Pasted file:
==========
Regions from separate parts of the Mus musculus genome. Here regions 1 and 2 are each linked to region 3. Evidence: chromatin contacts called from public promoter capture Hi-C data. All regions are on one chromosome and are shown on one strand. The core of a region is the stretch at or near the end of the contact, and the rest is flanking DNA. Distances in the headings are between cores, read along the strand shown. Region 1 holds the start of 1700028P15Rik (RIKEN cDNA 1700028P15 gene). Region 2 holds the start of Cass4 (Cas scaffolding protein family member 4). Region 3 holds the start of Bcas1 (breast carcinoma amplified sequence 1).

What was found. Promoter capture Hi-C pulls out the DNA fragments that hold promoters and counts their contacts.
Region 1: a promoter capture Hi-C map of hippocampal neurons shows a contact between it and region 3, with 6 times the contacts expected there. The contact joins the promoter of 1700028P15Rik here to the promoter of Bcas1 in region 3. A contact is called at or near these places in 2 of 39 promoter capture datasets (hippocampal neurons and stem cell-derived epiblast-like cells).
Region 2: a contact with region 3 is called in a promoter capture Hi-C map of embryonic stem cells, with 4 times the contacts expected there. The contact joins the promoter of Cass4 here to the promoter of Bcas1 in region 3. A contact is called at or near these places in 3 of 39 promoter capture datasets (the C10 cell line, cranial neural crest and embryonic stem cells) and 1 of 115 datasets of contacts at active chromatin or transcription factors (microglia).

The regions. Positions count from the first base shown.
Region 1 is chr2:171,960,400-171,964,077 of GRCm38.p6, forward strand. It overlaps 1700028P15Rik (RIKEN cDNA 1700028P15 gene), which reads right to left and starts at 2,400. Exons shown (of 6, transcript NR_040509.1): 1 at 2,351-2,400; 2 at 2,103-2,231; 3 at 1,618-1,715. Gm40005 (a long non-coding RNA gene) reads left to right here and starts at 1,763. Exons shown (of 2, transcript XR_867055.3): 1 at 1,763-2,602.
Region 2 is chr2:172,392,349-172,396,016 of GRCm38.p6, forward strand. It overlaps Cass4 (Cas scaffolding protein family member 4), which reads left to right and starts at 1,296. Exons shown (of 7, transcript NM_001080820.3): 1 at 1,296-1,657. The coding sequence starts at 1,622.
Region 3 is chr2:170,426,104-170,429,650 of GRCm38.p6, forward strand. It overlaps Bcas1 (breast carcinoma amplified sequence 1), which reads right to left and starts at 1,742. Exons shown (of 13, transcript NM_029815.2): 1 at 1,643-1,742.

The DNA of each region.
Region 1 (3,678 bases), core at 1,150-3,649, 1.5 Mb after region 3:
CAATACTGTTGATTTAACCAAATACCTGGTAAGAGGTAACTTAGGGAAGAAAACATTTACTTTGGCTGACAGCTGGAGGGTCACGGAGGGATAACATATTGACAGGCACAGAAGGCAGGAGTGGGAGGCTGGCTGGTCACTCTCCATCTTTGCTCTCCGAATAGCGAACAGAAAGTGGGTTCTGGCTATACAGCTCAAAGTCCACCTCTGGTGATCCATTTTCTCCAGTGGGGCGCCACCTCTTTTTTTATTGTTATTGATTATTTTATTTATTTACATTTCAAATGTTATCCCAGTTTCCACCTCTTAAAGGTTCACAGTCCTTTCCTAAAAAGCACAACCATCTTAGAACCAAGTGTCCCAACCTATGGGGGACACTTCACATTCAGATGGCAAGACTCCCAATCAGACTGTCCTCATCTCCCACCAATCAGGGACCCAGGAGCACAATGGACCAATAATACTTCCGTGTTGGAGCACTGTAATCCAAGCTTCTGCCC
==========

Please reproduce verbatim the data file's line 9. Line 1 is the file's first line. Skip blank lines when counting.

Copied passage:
The DNA of each region.